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The newspaper of The Johns Hopkins University January 29, 2007 | Vol. 36 No. 19
Palliative Care Comes Too Late for Patients at Terminal 'Turning Point'

In a study published in the Journal of Palliative Medicine, Fannie Gaston-Johansson, a professor in the Johns Hopkins School of Nursing, and researchers at Goteborg University, Sweden, determined through a review of Swedish patient death records that in 70 percent of cases health care providers documented a "turning point, reflecting identification of dying and re-orientation [of] care."

In the majority of cases recording a turning point, 53 percent were written into the case records very close to the time of actual dying, 20 percent on the day of death and 33 percent between two and seven days before death occurred.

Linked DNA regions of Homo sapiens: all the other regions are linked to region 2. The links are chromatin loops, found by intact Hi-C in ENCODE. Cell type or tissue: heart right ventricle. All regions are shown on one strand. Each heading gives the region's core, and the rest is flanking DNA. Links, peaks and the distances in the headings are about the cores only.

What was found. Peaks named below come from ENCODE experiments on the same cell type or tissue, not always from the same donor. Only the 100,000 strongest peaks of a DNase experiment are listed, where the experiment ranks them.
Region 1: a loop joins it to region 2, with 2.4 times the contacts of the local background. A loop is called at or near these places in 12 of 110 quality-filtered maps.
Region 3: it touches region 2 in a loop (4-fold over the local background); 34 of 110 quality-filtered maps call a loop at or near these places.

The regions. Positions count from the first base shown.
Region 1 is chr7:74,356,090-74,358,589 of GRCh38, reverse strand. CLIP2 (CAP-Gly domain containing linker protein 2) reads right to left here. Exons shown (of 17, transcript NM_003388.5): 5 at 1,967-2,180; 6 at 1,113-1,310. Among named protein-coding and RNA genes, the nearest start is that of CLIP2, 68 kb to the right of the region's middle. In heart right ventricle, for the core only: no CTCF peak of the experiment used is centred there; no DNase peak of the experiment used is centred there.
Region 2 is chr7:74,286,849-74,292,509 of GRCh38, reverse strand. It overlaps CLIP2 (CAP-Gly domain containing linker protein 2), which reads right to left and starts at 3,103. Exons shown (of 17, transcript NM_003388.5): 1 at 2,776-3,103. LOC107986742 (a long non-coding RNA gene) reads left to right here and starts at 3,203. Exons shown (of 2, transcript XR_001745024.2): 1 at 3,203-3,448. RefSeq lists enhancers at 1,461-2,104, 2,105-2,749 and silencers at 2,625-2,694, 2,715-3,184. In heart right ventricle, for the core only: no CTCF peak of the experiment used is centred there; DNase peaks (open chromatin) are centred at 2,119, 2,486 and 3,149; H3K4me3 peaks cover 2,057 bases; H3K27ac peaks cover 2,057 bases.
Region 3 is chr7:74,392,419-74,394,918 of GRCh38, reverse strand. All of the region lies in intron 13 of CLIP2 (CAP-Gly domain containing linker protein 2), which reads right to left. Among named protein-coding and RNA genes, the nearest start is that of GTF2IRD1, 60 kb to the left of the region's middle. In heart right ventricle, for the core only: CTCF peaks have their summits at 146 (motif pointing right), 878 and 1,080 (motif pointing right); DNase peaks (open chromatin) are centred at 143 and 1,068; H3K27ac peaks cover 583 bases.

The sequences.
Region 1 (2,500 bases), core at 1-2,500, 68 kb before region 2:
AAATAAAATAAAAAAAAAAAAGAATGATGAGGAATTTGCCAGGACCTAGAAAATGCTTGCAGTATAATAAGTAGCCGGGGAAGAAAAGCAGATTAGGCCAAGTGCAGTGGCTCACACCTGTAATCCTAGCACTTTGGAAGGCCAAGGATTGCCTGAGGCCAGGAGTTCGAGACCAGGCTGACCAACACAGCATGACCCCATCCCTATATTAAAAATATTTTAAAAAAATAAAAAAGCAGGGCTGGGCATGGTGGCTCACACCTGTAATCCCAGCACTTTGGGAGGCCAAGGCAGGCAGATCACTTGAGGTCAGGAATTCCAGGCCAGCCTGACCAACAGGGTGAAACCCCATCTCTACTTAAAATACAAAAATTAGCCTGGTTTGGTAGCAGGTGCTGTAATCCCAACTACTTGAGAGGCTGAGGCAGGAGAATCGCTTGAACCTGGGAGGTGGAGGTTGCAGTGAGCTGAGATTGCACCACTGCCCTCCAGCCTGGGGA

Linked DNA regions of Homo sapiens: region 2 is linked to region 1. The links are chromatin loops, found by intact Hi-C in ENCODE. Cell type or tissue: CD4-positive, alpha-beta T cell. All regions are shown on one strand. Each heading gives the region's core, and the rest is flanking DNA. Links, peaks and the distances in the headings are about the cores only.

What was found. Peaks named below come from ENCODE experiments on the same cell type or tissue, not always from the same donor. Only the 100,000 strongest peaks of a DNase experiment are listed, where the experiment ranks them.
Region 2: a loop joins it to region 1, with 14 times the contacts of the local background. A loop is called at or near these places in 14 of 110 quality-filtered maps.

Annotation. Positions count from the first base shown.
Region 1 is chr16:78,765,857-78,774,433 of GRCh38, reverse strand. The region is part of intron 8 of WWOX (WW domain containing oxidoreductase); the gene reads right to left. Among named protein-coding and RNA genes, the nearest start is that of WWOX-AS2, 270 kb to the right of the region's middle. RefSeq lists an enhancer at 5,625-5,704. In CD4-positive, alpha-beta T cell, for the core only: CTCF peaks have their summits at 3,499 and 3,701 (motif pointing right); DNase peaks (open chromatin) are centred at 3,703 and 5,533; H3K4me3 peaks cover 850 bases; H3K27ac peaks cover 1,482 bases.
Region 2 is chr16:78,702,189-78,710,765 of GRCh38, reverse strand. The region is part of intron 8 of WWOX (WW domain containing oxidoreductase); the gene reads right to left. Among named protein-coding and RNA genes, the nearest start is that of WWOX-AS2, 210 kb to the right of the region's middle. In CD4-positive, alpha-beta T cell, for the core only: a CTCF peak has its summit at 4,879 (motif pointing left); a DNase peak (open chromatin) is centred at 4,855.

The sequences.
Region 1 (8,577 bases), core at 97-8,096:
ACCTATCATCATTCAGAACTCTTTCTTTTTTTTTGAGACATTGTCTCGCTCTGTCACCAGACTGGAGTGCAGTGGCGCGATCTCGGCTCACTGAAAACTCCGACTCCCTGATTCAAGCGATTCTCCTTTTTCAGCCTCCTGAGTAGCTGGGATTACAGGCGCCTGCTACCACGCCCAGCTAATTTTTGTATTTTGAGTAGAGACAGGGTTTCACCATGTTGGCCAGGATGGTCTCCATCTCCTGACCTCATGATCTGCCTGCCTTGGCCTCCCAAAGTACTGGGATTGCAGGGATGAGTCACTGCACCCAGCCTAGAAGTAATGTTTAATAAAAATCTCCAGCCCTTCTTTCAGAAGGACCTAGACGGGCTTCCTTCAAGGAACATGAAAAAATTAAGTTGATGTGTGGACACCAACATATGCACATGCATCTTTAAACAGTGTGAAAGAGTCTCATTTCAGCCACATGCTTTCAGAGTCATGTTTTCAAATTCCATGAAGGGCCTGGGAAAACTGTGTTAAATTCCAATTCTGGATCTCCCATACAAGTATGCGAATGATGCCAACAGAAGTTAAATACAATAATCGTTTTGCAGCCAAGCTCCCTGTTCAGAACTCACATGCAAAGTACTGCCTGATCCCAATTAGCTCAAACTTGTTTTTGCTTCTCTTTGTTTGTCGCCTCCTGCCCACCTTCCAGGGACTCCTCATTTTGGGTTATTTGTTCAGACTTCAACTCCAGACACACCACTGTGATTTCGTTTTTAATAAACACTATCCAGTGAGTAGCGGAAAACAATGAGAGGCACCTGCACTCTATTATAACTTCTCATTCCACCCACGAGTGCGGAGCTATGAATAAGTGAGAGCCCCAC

The authors propose that the lack of a turning point, or its delay until very close to death, may mean that individuals die with unnecessary pain and distress due to invasive and ineffective therapies.

Gaston-Johansson and colleagues also found that both deterioration of an individual's condition and sporadic confinement to bed were strongly associated with the presence of a documented turning point, making the probability of such a turning point 94 percent when both signs were present. The indicators were not related to specific chronic conditions or causes of death but may be particularly relevant to cardiovascular disease, where the commonly held belief is that the life expectancy of patients is difficult to estimate.

The authors conclude that "with most of the individuals in the study, the turning point is not adequate time to start palliative care, since it is usually too late. Palliative care should start gradually from the time of an incurable life-threatening disease and broaden its scope toward the terminal phase of the illness."


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